Recyclers are conscientious, and only use half of the available resources in the cell, allowing the cell to rejuvenate the resources. Thus, "new" cells stay "new" after being processed, but the recycler only gains 2 energy. Recyclers also only take half (1 energy) from "recycled" cells, leaving the cell still in a recycled state. When a recycler encounters a "waste" cell, they take the effort to recycle it, but this actually costs them energy (controlled by the RECYCLING-WASTE-COST slider), rather than gaining them anything.
Additionally, resources are randomly regenerated in the environment (at a rate controlled by the RESOURCE-REGENERATION slider). This process causes cells change back into the "new" state. Cells in the "recycled" state are five times more likely to change back to the new state than those in the "waste" state. Although the factor of five is arbitrary, it is logical that squares that have been exploited/wasted are slower to regenerate.
Press the SETUP button to initialize the world. All cells are set to the "new" state, and recyclers and wastefuls are placed on random cells.
Press the GO button to run the model. Press GO ONCE to run a single time step (tick).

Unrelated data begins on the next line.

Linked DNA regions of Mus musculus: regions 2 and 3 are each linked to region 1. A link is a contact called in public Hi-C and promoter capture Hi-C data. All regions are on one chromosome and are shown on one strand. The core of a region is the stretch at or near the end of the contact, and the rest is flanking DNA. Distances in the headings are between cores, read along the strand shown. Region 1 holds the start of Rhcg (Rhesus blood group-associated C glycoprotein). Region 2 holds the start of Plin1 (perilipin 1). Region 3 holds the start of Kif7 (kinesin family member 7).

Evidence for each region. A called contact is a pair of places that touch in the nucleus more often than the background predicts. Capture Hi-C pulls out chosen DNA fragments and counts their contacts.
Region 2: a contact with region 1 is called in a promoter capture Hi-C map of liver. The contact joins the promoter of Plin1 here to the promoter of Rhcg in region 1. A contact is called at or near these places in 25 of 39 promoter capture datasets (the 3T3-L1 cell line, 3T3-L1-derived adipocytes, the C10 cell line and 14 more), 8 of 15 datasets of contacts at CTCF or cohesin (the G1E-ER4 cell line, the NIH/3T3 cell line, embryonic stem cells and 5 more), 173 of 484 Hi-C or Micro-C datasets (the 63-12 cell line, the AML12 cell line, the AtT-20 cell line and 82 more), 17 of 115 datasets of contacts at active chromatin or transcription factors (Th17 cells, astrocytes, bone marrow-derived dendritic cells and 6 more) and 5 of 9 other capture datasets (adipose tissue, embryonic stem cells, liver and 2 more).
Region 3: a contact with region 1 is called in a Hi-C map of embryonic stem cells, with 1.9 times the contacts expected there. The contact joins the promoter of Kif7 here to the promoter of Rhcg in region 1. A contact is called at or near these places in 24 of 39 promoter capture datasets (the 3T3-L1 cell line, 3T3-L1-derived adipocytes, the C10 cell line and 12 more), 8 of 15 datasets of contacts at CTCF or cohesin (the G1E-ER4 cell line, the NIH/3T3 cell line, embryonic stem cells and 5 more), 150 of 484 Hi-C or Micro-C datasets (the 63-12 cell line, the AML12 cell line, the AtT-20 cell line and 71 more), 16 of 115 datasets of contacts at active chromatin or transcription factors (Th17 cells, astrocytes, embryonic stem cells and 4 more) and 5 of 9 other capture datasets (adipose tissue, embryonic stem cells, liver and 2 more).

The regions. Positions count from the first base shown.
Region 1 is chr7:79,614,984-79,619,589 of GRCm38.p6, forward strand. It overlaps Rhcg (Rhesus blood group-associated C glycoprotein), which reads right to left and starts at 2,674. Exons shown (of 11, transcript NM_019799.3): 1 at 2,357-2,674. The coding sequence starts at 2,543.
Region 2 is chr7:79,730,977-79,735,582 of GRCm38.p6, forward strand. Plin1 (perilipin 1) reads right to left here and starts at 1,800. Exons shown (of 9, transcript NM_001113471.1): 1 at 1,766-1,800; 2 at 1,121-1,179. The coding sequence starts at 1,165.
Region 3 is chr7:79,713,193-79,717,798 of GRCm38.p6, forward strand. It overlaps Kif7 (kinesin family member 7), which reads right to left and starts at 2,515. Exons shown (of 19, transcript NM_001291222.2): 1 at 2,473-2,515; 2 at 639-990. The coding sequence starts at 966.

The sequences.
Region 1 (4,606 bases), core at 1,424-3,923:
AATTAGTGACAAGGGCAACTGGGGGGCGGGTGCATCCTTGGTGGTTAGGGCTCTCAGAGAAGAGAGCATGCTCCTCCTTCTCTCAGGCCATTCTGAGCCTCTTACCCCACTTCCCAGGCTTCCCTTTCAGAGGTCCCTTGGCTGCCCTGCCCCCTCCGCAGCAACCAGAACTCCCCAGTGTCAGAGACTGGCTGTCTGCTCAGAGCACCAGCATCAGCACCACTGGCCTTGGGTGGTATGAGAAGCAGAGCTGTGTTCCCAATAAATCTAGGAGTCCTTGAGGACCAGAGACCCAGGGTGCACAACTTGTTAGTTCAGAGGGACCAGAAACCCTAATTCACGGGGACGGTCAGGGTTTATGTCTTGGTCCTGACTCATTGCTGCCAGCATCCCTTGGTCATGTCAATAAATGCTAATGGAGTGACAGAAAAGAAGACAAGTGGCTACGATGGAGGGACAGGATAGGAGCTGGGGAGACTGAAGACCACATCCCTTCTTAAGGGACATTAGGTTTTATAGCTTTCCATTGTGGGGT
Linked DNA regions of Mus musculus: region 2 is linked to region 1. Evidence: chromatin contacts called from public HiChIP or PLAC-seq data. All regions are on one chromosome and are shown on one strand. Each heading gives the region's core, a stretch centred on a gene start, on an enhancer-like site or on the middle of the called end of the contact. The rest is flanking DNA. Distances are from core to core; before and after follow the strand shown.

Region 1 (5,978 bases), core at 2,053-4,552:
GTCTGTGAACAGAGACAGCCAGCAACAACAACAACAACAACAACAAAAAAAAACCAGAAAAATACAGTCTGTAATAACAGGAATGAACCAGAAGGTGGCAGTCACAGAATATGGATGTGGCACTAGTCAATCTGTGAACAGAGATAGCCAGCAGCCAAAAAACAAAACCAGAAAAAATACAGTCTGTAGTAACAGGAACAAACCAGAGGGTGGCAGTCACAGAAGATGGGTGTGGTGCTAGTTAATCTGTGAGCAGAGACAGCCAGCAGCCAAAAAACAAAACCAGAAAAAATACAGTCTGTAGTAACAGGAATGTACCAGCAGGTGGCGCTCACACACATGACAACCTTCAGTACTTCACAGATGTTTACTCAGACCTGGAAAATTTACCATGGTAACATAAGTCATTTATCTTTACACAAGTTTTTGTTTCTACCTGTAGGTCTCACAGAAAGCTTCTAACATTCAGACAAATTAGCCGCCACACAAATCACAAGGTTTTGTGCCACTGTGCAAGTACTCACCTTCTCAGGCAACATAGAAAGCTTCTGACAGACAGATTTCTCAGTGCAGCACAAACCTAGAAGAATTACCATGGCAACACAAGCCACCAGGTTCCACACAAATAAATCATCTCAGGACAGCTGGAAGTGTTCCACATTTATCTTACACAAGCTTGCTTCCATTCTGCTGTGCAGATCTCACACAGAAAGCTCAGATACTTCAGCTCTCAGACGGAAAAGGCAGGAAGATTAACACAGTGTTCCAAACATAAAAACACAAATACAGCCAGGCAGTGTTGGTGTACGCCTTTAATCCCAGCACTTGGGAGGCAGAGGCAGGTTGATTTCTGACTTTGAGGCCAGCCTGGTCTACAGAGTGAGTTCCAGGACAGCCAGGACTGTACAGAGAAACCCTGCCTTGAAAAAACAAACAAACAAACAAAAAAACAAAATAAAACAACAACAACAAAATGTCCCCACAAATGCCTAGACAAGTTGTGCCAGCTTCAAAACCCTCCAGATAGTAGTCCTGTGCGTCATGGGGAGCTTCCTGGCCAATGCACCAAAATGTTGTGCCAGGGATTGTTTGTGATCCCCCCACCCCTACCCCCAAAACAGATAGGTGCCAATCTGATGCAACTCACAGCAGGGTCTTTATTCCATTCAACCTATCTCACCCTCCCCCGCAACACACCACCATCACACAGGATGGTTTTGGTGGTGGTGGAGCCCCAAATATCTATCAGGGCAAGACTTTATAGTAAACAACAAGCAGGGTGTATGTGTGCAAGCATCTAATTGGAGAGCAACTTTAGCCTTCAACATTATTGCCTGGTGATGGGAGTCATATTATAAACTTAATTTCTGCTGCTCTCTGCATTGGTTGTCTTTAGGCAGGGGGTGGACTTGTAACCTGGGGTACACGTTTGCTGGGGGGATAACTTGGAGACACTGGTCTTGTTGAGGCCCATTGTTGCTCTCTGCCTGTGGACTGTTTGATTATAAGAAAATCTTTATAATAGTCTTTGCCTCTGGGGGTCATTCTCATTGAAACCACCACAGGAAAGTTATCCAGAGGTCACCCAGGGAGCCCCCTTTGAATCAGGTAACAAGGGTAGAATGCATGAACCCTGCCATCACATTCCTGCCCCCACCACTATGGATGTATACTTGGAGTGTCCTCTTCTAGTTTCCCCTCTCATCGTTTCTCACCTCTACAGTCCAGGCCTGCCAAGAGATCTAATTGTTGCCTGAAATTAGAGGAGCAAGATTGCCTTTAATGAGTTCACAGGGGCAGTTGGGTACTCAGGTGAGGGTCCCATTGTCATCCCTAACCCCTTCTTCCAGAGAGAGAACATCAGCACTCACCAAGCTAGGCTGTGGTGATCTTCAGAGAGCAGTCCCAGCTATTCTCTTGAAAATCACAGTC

Use the NUM-RECYCLERS and NUM-WASTEFULS sliders to control the initial populations of recyclers and wastefuls.
The MAX-STORED-ENERGY slider determines the maximum amount of energy that an agent can store up. If processing a cell would cause the agent to have more than this maximum amount of energy, the agent does not process the cell.
The RECYCLING-WASTE-COST slider determines how much energy a recycler loses when it turns a "waste" cell into a "recycled" cell.
The RESOURCE-REGENERATION controls the rate at which the environment naturally regenerates resources. A value of 0 means that the environment does not regenerate, and a value of 100 means that the environment regenerates fairly quickly.
If the AGENTS-SEEK-RESOURCES? switch is ON, then agents look at the eight neighboring cells, and first try to move to a "new" cell. If none exists, they try to move to a "recycled" cell. If none exists, then they move to a random cell. If AGENTS-SEEK-RESOURCES? is switched OFF, then agents always move to a random neighboring cell.
If SHOW-ENERGY? is switched ON, then the energy for each individual agent is overlaid on the view.
The current number of recyclers and number of wastefuls are shown in the "RECYCLERS (BLUE)" and "WASTEFULS (RED)" monitors.
The populations over time are plotted in the POPULATION plot.
The "LAND USE" plot records the percentage of the cells that are in each state: new, recycled, and waste.
In this model there is a notion of carrying-capacity. That is, how many agents can the environment support in a relatively stable manner? The answer depends on which type of agent is being discussed. In this model the environment can support an arbitrarily large number of recyclers without any difficulty. However, there is a limit on the number of wastefuls that the environment can support. The carrying-capacity of wastefuls is dependent on several factors, particularly the RESOURCE-REGENERATION parameter, and the number of recycler agents that are in the world.